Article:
The estimates of the burden of the six selected types of HAIs are presented in Table 1. The detailed results for each type of HAI (without time discounting) are shown in S1 Output.
Fig 2 summarizes the burden of the six types of HAI expressed in annual DALYs per 100,000 general population, distributed between YLLs and YLDs.
A total of 91,130 deaths (95% UI: 76,117–107,883) each year in the EU/EEA were attributable to the six selected HAIs. Fifty-six percent of the estimated attributable deaths were attributable to HAP and HA primary BSIs (Table 1). Sixty-five percent of the deaths attributable to HAIs occurred in patients in the McCabe score 1 category, twenty-five percent in the McCabe score 2 category, and ten percent in the McCabe score 3 category. This distribution was mainly due to the large number of HAIs that occurred in patients with a McCabe score of 1 compared to patients in other McCabe categories.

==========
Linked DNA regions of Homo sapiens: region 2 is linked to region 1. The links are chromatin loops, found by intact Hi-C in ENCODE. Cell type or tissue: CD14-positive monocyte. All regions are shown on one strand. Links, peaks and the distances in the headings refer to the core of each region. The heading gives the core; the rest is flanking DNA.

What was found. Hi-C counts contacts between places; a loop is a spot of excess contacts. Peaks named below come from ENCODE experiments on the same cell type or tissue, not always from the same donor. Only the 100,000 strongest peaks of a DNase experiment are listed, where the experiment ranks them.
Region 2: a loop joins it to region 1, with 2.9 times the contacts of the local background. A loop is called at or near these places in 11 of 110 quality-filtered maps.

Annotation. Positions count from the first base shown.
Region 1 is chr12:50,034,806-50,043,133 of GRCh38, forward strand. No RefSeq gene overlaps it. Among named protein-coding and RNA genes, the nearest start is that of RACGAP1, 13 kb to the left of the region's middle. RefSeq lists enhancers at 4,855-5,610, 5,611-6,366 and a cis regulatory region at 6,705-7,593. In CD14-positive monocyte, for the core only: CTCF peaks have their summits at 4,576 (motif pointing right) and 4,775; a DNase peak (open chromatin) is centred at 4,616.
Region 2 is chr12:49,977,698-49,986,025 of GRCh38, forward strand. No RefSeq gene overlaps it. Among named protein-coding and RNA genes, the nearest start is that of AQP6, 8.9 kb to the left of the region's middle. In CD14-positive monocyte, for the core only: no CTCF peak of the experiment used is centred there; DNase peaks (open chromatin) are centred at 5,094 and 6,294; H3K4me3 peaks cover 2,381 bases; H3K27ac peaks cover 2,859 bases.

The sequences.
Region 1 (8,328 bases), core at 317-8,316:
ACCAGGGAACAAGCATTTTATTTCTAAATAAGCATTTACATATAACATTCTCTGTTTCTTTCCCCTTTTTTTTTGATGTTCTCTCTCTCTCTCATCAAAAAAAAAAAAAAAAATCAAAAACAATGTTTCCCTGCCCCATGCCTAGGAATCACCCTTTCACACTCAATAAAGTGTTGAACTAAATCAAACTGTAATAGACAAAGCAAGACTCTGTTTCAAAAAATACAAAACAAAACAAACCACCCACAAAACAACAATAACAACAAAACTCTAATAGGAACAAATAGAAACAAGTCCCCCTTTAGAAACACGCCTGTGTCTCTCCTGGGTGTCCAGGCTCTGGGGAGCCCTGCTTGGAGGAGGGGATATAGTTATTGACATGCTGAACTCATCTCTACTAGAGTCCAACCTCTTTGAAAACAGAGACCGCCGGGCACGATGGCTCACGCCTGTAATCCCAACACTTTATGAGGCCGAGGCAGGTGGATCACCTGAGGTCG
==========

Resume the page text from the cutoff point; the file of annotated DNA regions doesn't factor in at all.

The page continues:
Table 2 describes the relative burden on female patients, patients aged less than 5 y, and patients aged 65 y and above for each HAI and overall (including and excluding HAI neonatal sepsis).
Figs 3 and 4 present the distribution of the burden of HAIs in DALYS per 100,000 total population by gender and by age group, without and with time discounting, respectively.
S1 Output provides detailed results for each HAI, as well as sensitivity analysis exploring the effect of lower values of ranges for each disease model.
To our knowledge, this study represents the first attempt to estimate the burden of HAIs expressed in DALYs. Estimation of the burden of disease expressed in DALYs is a comprehensive and evidence-based approach to evaluate the burden of a disease that can be used to inform policy making in public health. The DALY is a composite measure that accounts not only for the number of cases but also for the associated mortality and short-term and long-term disabilities that result from a disease. DALYs provide a more comprehensive view of the burden of a disease, and the ranking of diseases according to DALYs is often different from the ranking based on incidence (Fig 5).